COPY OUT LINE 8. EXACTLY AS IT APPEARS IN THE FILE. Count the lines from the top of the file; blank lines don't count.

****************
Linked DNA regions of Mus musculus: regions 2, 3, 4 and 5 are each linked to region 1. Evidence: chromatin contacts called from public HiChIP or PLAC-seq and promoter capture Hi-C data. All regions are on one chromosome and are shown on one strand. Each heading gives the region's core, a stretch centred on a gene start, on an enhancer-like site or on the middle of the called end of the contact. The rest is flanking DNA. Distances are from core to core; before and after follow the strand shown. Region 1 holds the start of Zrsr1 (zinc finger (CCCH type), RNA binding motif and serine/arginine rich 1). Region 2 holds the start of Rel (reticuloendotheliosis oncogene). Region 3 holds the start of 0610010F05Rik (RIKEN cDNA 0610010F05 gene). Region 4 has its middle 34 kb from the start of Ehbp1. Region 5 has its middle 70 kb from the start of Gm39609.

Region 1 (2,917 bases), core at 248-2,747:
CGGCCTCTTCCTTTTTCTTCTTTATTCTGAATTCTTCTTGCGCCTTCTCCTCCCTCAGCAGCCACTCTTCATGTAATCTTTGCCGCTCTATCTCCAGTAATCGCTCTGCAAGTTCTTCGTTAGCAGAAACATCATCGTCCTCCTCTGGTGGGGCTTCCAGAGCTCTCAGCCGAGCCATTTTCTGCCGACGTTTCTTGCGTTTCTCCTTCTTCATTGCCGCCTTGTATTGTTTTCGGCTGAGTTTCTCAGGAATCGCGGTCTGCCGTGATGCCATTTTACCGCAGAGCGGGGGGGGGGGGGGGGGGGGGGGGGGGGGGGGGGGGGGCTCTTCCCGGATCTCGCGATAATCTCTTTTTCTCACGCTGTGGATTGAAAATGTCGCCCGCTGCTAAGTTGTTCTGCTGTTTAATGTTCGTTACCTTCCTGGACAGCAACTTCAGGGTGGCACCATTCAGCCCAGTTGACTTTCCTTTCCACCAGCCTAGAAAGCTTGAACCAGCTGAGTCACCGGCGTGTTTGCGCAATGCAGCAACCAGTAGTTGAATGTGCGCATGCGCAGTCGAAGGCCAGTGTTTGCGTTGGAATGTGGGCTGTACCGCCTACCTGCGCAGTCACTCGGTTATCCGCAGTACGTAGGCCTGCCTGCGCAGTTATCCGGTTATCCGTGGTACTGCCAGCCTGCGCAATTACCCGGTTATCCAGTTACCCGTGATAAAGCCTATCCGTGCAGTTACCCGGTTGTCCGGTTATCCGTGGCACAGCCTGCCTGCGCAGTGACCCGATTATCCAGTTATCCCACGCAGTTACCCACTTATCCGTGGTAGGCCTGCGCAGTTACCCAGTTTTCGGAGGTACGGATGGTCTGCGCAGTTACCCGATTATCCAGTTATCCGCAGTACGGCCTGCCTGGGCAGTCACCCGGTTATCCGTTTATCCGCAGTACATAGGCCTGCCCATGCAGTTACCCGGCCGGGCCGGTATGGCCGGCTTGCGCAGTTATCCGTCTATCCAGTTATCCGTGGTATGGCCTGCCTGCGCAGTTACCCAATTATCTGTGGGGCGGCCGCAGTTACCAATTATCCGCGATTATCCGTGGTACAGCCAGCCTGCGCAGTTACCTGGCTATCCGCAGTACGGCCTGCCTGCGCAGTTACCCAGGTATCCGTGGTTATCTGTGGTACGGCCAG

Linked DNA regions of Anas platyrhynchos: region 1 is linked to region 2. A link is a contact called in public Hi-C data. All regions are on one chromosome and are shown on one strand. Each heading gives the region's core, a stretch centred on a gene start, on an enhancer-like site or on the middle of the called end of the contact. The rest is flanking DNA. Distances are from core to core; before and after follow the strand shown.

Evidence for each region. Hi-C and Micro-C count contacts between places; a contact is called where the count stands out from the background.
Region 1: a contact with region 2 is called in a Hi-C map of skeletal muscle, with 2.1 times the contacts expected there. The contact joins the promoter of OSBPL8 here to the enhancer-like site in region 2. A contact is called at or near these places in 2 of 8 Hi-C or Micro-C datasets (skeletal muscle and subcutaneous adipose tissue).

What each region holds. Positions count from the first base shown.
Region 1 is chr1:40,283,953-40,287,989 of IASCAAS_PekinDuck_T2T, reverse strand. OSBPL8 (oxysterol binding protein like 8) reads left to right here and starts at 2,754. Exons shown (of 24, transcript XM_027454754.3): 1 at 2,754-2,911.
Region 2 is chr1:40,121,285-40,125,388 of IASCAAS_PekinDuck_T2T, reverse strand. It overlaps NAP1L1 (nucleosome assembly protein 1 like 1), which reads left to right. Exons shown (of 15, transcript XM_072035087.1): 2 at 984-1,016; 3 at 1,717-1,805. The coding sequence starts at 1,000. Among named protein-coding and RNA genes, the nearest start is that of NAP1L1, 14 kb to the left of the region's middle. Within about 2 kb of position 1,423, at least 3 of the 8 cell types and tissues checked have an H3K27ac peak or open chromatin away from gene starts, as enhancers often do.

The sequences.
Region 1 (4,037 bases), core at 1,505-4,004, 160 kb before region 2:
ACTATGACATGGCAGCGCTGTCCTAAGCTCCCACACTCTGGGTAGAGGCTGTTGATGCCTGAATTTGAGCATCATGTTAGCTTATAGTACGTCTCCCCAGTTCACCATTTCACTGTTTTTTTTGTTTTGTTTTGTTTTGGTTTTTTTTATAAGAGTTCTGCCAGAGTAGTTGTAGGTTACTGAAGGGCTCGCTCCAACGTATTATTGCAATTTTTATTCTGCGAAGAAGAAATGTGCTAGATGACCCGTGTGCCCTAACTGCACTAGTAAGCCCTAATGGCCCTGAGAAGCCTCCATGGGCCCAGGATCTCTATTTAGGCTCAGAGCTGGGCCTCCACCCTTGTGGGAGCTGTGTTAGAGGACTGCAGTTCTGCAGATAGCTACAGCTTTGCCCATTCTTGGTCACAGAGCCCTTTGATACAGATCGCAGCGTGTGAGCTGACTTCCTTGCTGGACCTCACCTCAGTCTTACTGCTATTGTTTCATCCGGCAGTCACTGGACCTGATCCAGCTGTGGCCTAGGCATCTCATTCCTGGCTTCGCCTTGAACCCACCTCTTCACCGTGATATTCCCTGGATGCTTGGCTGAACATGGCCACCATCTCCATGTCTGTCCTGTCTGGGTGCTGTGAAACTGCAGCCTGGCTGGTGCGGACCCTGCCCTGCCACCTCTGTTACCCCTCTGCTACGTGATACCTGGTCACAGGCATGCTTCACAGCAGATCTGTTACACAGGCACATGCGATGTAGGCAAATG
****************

Region 1 is chr1:40,283,953-40,287,989 of IASCAAS_PekinDuck_T2T, reverse strand. OSBPL8 (oxysterol binding protein like 8) reads left to right here and starts at 2,754. Exons shown (of 24, transcript XM_027454754.3): 1 at 2,754-2,911.